Snow Sculpture

snow sculpture
Old rusty industrial items provide the form for this week’s snow sculpture

A Rusty Backdrop for Nature’s Snow Sculpture

Friday’s wet snow adhered to everything it touched, for a couple days. This included road signs, power lines, tree limbs, and rusty yard art. In this case, it created a fascinating, yet temporary snow sculpture.

This photo is a cool cast iron treadle powered scroll saw that I planted in the garden. Perhaps you’ll see it again, in the spring, when the snow is a distant memory, and the flowers are in bloom. One can only hope…

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A Long Shot – Right through the House

The long shot from the Living Room into the Kitchen
The long shot from the Living Room into the Kitchen

Note: In photography a “long shot” typically shows an object in such a way as to place it in some relation to its surroundings.

I don’t know why, but some days I just look around at things from a different perspective. Today I was given such an opportunity.

I am so familiar with every little thing in the cottage. This is because every item has a little story in my mind of how I came to find these cool little treasures. Then I look at the way I may have grouped items by shape, or color, or texture. Perhaps I glance from one side of the room to the other and observe a vignette that I staged last month and I am reminded of what triggered that design at that particular moment.

I admit, there are times I take the coziness of the cottage for granted because I am so very familiar with every element of it. But my husband Charles is different. He walks into the room and he sees what has changed and he wonders what makes me tick. He wonders why would anyone in their right mind to think to pair this item with that one? Yet he admits it works.

Charles sees the world through a different lens than I do. He considers me a sculptor. Though I am amused by his label, I can see why he thinks that. He sees my repurposing of things, and my pairing of various items, as building a three dimensional collection: a sculpture. I do not perceive myself as such, but I can see how he could come to such an analogy.

Charles on the other hand, sees things through shadows and light. I see a collection of old clay jugs. He sees the afternoon sun, from the South, painting parallel shadows across a row of old gray cylinders. This old house can be very dark, but when the sun crosses behind the house, across the pond, the southern rooms glow. Sometimes you can capture that light trickling into the northern rooms as we see in this photo.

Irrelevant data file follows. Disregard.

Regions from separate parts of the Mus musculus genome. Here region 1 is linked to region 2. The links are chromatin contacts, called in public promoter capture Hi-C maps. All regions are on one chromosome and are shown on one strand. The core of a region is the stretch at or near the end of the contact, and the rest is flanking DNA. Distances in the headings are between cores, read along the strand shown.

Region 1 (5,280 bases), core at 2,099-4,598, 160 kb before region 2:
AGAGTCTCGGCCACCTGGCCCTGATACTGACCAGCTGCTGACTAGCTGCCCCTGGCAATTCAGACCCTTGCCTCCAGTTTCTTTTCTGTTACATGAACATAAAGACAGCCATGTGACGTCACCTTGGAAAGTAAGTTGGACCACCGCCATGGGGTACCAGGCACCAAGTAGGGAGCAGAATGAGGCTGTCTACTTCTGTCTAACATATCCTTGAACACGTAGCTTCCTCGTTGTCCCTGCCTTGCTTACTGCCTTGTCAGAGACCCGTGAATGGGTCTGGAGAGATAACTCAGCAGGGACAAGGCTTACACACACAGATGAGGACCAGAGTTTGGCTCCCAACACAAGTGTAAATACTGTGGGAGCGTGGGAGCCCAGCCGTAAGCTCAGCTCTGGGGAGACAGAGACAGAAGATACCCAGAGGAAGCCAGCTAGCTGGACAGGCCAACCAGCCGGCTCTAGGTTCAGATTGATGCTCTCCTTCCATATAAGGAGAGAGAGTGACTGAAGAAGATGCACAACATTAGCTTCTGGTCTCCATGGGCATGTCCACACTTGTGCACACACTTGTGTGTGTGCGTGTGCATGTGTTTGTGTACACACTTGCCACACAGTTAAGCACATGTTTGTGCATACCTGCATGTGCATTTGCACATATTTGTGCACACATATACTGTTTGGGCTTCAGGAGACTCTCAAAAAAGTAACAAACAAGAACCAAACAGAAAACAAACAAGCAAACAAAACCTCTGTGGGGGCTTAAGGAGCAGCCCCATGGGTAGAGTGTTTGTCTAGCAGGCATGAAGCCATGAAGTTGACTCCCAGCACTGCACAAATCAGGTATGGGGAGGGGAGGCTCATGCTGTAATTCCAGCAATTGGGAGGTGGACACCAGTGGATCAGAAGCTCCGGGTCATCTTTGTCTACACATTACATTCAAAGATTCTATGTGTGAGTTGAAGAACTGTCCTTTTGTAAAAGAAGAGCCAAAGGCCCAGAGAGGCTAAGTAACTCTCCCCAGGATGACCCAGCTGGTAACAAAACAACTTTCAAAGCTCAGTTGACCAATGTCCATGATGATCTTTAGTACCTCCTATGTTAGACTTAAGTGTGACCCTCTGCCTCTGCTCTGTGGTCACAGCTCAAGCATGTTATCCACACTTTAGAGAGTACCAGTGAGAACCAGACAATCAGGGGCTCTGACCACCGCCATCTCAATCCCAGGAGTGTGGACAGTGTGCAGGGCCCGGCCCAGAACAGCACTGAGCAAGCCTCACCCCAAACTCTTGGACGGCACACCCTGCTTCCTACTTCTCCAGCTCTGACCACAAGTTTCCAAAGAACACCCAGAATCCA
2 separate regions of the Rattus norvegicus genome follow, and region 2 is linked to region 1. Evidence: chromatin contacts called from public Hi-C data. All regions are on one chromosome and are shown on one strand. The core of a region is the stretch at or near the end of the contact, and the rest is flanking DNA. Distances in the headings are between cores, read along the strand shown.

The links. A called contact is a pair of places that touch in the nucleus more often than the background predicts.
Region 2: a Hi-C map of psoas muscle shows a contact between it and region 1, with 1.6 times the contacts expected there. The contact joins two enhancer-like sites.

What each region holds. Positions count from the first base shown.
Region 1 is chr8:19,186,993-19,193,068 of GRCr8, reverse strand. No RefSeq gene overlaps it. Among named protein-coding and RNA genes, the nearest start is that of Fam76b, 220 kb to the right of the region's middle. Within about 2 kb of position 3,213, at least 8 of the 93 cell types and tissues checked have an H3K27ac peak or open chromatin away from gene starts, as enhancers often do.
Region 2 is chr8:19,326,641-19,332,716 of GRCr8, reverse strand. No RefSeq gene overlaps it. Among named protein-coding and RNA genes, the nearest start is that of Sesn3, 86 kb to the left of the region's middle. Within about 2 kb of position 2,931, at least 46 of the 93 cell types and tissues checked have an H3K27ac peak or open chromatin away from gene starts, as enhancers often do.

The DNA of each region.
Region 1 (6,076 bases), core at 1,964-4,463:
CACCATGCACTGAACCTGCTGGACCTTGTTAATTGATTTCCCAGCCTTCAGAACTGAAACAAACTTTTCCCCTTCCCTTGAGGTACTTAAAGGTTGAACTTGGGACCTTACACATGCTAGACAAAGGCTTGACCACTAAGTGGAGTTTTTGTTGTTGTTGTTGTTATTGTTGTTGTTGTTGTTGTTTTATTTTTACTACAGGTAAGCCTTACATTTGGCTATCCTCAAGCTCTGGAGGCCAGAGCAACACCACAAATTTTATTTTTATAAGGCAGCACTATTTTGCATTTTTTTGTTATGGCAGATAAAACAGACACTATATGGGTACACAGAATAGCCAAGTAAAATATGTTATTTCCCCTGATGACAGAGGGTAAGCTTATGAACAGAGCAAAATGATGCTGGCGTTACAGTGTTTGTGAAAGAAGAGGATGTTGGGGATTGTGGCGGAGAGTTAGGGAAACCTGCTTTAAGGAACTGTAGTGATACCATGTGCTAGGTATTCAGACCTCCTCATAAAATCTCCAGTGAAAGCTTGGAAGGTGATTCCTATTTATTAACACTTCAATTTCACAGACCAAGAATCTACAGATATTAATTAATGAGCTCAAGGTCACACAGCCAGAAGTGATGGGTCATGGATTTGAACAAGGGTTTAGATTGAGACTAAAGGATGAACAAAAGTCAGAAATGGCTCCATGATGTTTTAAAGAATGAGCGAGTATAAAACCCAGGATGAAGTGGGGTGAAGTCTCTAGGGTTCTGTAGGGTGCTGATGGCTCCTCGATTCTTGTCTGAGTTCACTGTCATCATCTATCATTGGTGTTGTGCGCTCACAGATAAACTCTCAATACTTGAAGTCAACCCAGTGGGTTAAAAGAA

Some other time I may tell you stories about how I came upon some of the items in this shot. But for now, the big discovery was that Charles found an old camera in his desk this evening. He had over 400 photos in it dating back to 2011. He showed me a few and said “Pick any photo, and write a story.”

So I chose this one, “eenie meenie miney mo”-style. I chose it because I looked at this photo and wondered how he could be so enamored with shadows and light. Charles wonders how I can look at stuff and see what he doesn’t see. I seldom pay attention to lighting, I am typically oblivious to it as I pass it day after day. But when I see one of Charles’ photos, I am reminded of how important shadows and light are in creating the mood I was seeking in my designs.

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Keep Your Treasures in Motion

draw the viewers eye by creating a sense of motion within each scene
Rearranging a few items, and adding a couple more, changes the whole look of the cozy corner. One item leads you to the next.

Let’s Define Motion

The key to moving products is to keep your Treasures in Motion. The dictionary describes motion as, “the action or process of moving or being moved.”

Sometimes this means you move treasures from one shop to another. Most times, it is simply a matter of managing your space.

Visit your shop space every few days, tidy up things and rearrange items to keep them in a position that makes them visible. Present treasures prominently. Rearranging your items keeps the space fresh.

Decorating as Art

Motion is not always the physical act of moving. Sometimes you must convey it visually. Movement within the context of art is, “A principle of design used to create the look and feeling of action and to guide the viewer’s eye throughout the work of art.”

Keep this in mind as you stage your shop space. Create vignettes that draw the viewers eyes from one item or collection to another. In this context, your goal is “guide the viewer’s eye” throughout your universe of treasures for maximum impact.

Make an Impression

Frequent shoppers notice a space hasn’t changed since their last visit. This is relevant because this projects the impression that your space is stagnant. Moving waters do not grow stagnant. The same holds true for shop space. Keep things moving and no one will ever accuse you of stagnating.

Your job is to convey the impression that you are offering treasures that fly off the shelves. Make it happen.

I recently spoke with a customer who mentioned that she had seen a unique lamp in my space yesterday. She came back for it today. I informed her that it was sold. Dealers in collectibles are not offering commodity products. If you see something you like, you had better snatch it, because my goal is to keep Treasures in Motion.

Happy hunting!

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